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I am aware of the difference between a process running in user mode and one running in kernel mode (based on access restrictions, access to hardware etc.). But just out of curiosity, what is the difference between a process running in kernel mode and one running as root?

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up vote 17 down vote accepted

kernel mode and root are two separate ideas that aren't really related to each other. The concept of running a process as root is a unix/linux term that means you're logged in as the administrator of the system.

Any process you run, whether as root or a normal user, generally runs in both user mode and kernel mode. The system is continually switching between user mode (where the application code runs) and kernel mode (where the kernel code runs).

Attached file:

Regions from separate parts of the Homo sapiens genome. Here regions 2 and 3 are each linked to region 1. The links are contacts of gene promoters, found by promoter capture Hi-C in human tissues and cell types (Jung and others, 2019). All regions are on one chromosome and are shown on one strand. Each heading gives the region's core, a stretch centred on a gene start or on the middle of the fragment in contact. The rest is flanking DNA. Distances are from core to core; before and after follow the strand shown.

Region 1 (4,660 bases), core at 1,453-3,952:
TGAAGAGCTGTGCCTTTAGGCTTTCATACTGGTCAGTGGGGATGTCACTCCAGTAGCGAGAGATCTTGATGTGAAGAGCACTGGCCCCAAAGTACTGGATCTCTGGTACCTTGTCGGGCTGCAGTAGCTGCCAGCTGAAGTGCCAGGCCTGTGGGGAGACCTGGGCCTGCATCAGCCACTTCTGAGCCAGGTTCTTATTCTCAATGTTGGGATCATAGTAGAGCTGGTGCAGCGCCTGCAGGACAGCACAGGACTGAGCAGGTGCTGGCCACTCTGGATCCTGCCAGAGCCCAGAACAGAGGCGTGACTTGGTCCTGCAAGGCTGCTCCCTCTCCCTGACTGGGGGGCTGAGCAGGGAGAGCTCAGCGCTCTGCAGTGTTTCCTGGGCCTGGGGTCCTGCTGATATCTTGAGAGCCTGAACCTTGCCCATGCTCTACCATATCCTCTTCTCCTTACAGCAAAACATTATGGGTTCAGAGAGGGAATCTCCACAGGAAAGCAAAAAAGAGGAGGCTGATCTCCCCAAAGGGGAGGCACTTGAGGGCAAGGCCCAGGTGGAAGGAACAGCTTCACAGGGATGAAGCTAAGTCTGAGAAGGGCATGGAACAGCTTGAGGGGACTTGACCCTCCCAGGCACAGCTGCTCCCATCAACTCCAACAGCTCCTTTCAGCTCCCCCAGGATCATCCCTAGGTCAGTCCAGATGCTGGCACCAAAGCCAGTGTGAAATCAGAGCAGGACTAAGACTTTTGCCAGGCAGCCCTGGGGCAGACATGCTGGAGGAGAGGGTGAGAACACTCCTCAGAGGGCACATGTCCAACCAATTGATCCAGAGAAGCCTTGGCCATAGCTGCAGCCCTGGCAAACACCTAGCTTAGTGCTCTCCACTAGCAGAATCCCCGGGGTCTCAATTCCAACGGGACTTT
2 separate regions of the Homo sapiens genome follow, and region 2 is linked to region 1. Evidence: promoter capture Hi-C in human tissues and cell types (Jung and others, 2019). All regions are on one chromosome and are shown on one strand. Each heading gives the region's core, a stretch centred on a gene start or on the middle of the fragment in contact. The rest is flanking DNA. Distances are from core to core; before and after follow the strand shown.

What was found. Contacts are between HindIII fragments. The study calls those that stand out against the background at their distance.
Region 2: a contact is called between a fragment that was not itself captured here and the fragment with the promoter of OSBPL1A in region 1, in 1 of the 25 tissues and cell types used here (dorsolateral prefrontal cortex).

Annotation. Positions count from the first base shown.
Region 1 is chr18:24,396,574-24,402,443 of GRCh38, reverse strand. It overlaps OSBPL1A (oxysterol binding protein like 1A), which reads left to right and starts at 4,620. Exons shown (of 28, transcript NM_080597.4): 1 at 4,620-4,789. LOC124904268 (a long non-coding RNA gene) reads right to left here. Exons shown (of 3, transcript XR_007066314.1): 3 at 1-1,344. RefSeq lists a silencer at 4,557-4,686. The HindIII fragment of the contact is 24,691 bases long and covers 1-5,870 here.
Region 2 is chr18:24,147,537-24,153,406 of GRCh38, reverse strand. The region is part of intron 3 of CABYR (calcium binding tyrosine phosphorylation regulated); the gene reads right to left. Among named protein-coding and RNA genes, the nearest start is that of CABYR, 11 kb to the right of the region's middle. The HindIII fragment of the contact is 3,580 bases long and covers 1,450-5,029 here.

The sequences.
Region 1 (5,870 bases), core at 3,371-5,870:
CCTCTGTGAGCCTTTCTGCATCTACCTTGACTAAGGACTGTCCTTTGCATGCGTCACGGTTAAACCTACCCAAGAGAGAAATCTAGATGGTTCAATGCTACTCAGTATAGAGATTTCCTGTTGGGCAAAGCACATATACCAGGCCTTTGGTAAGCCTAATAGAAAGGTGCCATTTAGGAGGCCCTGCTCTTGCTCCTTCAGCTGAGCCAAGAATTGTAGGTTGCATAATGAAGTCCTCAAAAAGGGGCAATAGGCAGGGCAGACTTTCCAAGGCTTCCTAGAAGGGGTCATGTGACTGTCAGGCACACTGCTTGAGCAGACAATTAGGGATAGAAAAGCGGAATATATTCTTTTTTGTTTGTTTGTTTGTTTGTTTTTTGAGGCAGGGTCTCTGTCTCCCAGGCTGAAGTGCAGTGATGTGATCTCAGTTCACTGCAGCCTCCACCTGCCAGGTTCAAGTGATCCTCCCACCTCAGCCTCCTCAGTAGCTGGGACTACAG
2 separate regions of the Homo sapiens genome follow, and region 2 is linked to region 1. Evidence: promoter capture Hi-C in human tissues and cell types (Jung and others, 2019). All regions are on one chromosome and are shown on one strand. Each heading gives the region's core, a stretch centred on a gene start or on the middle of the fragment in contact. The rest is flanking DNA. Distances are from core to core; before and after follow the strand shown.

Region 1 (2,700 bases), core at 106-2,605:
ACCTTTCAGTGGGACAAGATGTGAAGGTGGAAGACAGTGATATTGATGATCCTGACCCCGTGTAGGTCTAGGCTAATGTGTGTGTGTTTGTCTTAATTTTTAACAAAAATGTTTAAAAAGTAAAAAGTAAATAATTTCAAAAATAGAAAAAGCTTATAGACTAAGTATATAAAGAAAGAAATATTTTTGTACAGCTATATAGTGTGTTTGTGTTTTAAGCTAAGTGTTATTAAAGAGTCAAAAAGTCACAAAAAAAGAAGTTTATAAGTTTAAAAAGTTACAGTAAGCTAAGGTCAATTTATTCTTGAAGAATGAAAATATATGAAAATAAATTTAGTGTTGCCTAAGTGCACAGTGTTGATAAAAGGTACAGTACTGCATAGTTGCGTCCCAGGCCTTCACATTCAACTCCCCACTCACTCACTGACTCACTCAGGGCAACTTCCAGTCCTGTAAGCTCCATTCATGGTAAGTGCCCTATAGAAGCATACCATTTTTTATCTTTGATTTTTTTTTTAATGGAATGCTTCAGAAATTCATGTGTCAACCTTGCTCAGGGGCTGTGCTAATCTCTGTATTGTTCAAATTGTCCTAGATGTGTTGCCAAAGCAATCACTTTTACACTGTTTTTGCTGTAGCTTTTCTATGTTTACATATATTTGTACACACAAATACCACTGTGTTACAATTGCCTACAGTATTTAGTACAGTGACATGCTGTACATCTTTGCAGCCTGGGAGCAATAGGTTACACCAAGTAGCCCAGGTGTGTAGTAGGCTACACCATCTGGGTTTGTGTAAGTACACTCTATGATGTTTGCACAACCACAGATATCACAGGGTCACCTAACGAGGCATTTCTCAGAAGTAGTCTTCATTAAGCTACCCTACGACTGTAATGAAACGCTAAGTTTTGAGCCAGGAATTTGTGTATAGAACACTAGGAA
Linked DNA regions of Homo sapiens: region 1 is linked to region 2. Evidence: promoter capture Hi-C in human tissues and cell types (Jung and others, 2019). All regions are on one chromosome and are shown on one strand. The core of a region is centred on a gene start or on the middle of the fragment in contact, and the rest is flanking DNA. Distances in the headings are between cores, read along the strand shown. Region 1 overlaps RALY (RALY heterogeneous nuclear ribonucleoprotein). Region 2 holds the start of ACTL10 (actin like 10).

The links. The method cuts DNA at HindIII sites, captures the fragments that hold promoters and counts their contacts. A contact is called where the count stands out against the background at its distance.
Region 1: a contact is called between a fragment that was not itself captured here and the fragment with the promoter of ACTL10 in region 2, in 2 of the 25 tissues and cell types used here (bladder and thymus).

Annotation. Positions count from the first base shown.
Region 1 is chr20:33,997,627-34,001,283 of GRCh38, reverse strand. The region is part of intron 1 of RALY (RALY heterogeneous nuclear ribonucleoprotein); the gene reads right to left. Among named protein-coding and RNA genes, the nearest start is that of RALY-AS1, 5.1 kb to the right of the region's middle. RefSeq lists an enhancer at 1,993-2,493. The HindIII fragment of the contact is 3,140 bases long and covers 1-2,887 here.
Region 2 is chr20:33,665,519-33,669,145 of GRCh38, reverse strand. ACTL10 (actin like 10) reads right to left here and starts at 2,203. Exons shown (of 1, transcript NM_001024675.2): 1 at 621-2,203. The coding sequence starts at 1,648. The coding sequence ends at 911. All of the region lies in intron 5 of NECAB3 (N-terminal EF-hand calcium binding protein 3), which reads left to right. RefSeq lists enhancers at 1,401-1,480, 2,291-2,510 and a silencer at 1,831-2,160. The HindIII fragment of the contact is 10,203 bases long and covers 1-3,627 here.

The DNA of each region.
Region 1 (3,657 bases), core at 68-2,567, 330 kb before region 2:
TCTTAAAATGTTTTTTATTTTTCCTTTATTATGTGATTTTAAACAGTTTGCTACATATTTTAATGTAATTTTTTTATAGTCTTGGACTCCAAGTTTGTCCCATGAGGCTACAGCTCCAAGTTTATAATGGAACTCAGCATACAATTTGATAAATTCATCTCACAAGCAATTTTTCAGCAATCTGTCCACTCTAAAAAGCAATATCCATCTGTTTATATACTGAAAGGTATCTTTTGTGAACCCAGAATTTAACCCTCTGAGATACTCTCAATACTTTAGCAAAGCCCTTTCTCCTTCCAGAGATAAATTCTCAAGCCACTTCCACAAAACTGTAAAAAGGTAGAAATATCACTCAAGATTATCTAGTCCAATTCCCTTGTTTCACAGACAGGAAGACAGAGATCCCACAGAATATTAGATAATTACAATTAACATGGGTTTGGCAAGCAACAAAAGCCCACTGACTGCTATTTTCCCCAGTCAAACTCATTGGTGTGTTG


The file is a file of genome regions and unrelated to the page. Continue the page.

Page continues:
Some programs, like many device drivers, always run in kernel mode, meaning they have full access to the hardware. A normal application running with root privileges still exists in user mode and only switches to kernel mode when a kernel system call is made and then switches right back to user mode.

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I think that what you describe is right, and I'm trying to find references (linux kernel docs would be the best) but I can't find any. Do you have any references for this? –  jperelli Jul 14 '13 at 0:46

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